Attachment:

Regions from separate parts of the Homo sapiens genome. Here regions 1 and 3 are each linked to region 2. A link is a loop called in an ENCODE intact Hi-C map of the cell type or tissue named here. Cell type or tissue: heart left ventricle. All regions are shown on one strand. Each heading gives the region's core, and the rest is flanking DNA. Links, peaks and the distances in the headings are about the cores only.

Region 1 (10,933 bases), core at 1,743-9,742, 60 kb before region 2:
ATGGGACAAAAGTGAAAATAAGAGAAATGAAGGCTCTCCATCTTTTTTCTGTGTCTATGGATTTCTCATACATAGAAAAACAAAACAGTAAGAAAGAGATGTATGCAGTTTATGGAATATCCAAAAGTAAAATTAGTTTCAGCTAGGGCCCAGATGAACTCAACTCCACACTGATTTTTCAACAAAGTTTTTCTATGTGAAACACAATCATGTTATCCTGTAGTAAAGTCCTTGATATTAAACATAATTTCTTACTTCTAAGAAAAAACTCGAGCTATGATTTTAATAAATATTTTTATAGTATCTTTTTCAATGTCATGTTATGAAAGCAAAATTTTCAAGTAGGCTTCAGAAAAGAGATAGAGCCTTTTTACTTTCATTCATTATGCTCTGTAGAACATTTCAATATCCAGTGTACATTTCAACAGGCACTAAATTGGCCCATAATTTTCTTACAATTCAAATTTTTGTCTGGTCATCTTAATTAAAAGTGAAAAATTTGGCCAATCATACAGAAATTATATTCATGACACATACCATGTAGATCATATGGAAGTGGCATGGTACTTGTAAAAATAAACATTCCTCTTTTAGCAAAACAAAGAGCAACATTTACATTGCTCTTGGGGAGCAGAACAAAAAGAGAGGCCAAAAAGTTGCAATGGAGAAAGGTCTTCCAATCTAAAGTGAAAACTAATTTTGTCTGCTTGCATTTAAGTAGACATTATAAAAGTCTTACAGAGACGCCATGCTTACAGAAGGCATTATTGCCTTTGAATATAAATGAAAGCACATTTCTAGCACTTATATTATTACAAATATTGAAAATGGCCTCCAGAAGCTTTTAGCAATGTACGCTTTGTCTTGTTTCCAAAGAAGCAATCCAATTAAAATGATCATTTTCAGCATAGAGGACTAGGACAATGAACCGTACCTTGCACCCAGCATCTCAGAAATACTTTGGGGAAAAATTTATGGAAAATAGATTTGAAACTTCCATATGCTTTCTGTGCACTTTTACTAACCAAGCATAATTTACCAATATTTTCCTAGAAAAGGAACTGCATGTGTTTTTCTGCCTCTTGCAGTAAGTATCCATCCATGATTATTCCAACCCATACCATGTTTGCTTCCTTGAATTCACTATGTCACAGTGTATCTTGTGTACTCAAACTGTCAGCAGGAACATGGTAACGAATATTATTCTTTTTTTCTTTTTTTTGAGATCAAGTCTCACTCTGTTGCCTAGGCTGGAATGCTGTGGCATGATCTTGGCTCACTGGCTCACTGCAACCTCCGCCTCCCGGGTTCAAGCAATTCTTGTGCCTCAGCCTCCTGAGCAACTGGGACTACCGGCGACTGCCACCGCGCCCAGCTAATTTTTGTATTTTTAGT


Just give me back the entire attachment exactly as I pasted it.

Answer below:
Regions from separate parts of the Homo sapiens genome. Here regions 1 and 3 are each linked to region 2. A link is a loop called in an ENCODE intact Hi-C map of the cell type or tissue named here. Cell type or tissue: heart left ventricle. All regions are shown on one strand. Each heading gives the region's core, and the rest is flanking DNA. Links, peaks and the distances in the headings are about the cores only.

Region 1 (10,933 bases), core at 1,743-9,742, 60 kb before region 2:
ATGGGACAAAAGTGAAAATAAGAGAAATGAAGGCTCTCCATCTTTTTTCTGTGTCTATGGATTTCTCATACATAGAAAAACAAAACAGTAAGAAAGAGATGTATGCAGTTTATGGAATATCCAAAAGTAAAATTAGTTTCAGCTAGGGCCCAGATGAACTCAACTCCACACTGATTTTTCAACAAAGTTTTTCTATGTGAAACACAATCATGTTATCCTGTAGTAAAGTCCTTGATATTAAACATAATTTCTTACTTCTAAGAAAAAACTCGAGCTATGATTTTAATAAATATTTTTATAGTATCTTTTTCAATGTCATGTTATGAAAGCAAAATTTTCAAGTAGGCTTCAGAAAAGAGATAGAGCCTTTTTACTTTCATTCATTATGCTCTGTAGAACATTTCAATATCCAGTGTACATTTCAACAGGCACTAAATTGGCCCATAATTTTCTTACAATTCAAATTTTTGTCTGGTCATCTTAATTAAAAGTGAAAAATTTGGCCAATCATACAGAAATTATATTCATGACACATACCATGTAGATCATATGGAAGTGGCATGGTACTTGTAAAAATAAACATTCCTCTTTTAGCAAAACAAAGAGCAACATTTACATTGCTCTTGGGGAGCAGAACAAAAAGAGAGGCCAAAAAGTTGCAATGGAGAAAGGTCTTCCAATCTAAAGTGAAAACTAATTTTGTCTGCTTGCATTTAAGTAGACATTATAAAAGTCTTACAGAGACGCCATGCTTACAGAAGGCATTATTGCCTTTGAATATAAATGAAAGCACATTTCTAGCACTTATATTATTACAAATATTGAAAATGGCCTCCAGAAGCTTTTAGCAATGTACGCTTTGTCTTGTTTCCAAAGAAGCAATCCAATTAAAATGATCATTTTCAGCATAGAGGACTAGGACAATGAACCGTACCTTGCACCCAGCATCTCAGAAATACTTTGGGGAAAAATTTATGGAAAATAGATTTGAAACTTCCATATGCTTTCTGTGCACTTTTACTAACCAAGCATAATTTACCAATATTTTCCTAGAAAAGGAACTGCATGTGTTTTTCTGCCTCTTGCAGTAAGTATCCATCCATGATTATTCCAACCCATACCATGTTTGCTTCCTTGAATTCACTATGTCACAGTGTATCTTGTGTACTCAAACTGTCAGCAGGAACATGGTAACGAATATTATTCTTTTTTTCTTTTTTTTGAGATCAAGTCTCACTCTGTTGCCTAGGCTGGAATGCTGTGGCATGATCTTGGCTCACTGGCTCACTGCAACCTCCGCCTCCCGGGTTCAAGCAATTCTTGTGCCTCAGCCTCCTGAGCAACTGGGACTACCGGCGACTGCCACCGCGCCCAGCTAATTTTTGTATTTTTAGT